November 1st Qin Li How do we describe the world?

The physical world consists of everything from small systems of a few atoms to large systems of billions of billions of molecules. Mathematicians use different languages and equations to describe large and small systems. Question is: How does mother nature use different languages for different systems and scales? Let us see what these languages look like, talk about their connections and differences, and see how they are reflected in our day-to-day life.

November 8th John Yin River Crossings

Here's a classic puzzle: A farmer needs to move a wolf, a sheep, and a box of cabbages across a river. He has a boat that can fit only one object other than himself. However, when left alone, the wolf will eat the sheep, and the sheep will eat the cabbages. How can the farmer move the wolf, the sheep, and the box of cabbages across the river without anything being eaten? I will discuss this problem by connecting it to graph theory, then give a generalization.

November 15th Erik Bates How big is a cartographer’s crayon box?

Have a look at a world map. If you are looking at one with borders and colors, notice that no border has the same color on both sides. That is, no neighboring countries are colored the same. So how many different colors are needed to make this possible? Does the answer change for a map of the U.S., when we try to color its fifty states? What about a map of Wisconsin with its 72 counties? We will explore these questions---and uncover some very deep mathematics---by doing the simplest and most soothing activity: coloring.

November 22nd Robert Walker Lagrange's Four Square Sum Theorem

How many perfect squares are needed to represent each nonnegative integer n as a sum of perfect squares? This talk will answer that precise question -- students will get to the bottom of this.

Directions and parking

Our meetings are held on the 3rd floor of Helen C. White Hall in room 3255.

Helencwhitemap.png

Parking. Parking on campus is rather limited. Here is as list of some options:

Email list

The best way to keep up to date with the what is going is by signing up for our email list. Please add your email in the form: Join Email List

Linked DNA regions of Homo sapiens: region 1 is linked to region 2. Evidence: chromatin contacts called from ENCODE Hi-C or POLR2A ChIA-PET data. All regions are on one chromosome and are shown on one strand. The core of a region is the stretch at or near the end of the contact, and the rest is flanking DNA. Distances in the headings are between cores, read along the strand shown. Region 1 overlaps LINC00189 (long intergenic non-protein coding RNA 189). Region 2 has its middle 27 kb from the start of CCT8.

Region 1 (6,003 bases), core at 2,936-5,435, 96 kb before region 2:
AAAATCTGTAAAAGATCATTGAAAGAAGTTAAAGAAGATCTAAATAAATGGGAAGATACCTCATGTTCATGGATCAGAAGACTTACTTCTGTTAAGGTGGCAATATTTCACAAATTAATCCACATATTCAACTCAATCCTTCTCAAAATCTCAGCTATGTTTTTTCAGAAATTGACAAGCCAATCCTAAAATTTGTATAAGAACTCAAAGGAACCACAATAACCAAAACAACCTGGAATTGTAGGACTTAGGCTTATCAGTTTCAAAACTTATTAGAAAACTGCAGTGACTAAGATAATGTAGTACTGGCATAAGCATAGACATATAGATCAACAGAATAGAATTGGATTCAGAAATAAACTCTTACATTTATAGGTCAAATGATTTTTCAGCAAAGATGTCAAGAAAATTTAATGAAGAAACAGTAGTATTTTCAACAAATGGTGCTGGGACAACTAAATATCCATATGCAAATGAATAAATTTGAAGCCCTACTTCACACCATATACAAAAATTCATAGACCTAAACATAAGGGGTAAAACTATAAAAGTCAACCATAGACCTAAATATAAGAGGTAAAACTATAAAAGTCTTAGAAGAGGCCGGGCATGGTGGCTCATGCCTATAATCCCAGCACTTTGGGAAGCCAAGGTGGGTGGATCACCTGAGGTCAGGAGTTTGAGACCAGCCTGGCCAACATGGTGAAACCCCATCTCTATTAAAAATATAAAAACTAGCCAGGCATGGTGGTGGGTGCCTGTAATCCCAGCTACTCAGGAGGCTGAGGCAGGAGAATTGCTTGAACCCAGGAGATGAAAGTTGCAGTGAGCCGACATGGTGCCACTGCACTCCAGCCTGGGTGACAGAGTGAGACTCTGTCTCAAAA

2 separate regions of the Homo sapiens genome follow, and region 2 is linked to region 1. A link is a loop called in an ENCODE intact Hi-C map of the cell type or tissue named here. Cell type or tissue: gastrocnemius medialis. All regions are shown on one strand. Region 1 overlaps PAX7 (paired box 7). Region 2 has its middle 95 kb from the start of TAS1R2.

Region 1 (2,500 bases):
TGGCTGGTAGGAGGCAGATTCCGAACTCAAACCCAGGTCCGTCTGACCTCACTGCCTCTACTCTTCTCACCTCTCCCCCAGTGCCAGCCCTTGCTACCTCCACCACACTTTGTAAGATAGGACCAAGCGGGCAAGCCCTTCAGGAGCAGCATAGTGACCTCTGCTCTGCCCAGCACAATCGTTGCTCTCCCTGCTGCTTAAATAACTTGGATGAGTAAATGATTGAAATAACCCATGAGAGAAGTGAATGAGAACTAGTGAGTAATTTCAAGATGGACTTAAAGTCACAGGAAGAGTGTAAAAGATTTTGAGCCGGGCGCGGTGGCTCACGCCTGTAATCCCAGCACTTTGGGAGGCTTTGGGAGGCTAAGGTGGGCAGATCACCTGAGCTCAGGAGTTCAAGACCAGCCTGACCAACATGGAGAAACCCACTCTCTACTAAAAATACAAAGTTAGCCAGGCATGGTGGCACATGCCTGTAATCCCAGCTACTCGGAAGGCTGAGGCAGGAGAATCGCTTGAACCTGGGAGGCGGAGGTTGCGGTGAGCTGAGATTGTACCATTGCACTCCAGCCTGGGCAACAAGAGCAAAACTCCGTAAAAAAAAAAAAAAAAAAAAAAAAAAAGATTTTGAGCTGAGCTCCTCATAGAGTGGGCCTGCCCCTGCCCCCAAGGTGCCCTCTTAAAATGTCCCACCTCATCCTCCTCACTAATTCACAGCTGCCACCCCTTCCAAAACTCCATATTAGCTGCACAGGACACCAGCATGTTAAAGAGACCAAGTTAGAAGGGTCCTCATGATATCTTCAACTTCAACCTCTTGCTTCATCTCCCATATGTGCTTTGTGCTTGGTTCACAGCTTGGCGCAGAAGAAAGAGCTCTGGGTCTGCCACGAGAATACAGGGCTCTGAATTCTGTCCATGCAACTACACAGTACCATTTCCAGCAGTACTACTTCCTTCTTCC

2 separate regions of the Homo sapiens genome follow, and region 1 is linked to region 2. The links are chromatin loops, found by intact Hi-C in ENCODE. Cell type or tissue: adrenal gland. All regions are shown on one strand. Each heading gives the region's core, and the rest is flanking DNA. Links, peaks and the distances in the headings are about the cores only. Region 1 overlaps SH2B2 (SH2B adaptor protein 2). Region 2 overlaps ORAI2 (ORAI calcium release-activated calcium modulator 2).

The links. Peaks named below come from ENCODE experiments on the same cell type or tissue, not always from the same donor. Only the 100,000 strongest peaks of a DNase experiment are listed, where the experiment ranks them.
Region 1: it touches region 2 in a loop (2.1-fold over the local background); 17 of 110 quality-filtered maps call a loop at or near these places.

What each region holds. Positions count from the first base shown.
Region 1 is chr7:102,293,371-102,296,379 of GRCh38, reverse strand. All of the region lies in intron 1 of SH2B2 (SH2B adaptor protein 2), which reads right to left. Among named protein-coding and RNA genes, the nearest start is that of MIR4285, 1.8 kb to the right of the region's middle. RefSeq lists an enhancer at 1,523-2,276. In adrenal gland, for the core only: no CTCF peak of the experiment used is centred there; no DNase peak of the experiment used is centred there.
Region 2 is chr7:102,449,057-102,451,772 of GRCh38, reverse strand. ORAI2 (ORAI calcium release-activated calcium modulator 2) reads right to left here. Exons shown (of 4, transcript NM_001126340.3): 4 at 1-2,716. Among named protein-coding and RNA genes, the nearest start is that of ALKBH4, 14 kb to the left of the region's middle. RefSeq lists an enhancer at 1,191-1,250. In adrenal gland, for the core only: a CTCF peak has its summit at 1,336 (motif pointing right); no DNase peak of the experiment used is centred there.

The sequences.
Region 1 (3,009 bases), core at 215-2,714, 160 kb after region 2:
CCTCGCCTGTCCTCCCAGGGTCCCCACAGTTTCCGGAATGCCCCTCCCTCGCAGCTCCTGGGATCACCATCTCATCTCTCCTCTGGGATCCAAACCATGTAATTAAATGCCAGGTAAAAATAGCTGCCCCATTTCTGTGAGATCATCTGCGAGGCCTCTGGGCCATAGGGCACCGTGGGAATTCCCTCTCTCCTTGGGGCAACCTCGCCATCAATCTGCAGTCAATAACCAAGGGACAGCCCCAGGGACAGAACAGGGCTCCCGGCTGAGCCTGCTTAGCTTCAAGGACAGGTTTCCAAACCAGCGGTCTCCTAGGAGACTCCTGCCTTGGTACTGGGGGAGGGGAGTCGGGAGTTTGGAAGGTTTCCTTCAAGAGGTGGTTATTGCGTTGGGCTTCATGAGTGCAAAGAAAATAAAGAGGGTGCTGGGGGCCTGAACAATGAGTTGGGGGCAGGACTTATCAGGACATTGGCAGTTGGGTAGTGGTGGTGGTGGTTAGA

Contact the organizers

The Madison Math Circle is organized by a group of professors and graduate students from the Department of Mathematics at the UW-Madison. If you have any questions, suggestions for topics, or so on, just email the organizers here. We are always interested in feedback!


and Caitlin Davis, Connor Simpson, and Ivan Aidun.

Donations

Please consider donating to the Madison Math Circle. Our main costs consist of pizza and occasional supplies for the speakers. So far our costs have been covered by donations from the UW Mathematics Department as well as a generous gifts from private donors. The easiest way to donate is to go to the link:

Online Donation Link

There are instructions on that page for donating to the Math Department. Be sure and add a Gift Note saying that the donation is intended for the "Madison Math Circle"! The money goes into the Mathematics Department Annual Fund and is routed through the University of Wisconsin Foundation, which is convenient for record-keeping, etc.

Alternately, you can bring a check to one of the Math Circle Meetings. If you write a check, be sure to make it payable to the "WFAA" and add the note "Math Circle Donation" on the check.

Or you can make donations in cash, and we'll give you a receipt.

Help us grow!

If you like Math Circle, please help us continue to grow! Students, parents, and teachers can help by:

  • Like our Facebook Page and share our events with others!
  • Posting our flyer at schools or anywhere that might have interested students.
  • Discussing the Math Circle with students, parents, teachers, administrators, and others.
  • Making an announcement about Math Circle at PTO meetings.
  • Donating to Math Circle.

Contact the organizers if you have questions or your own ideas about how to help out.

Useful Resources

Archived Abstracts

2020 - 2021 Abstracts

2019 - 2020 Abstracts

2016 - 2017 Math Circle Page

2016 - 2017 Abstracts

2015 - 2016 Math Circle Page

2015 - 2016 Math Circle Page (Spanish)

2015 - 2015 Abstracts

The way-back archives

Link for presenters (in progress)

Advice For Math Circle Presenters

Sample Talk Ideas/Problems from Tom Davis

Sample Talks from the National Association of Math Circles

"Circle in a Box"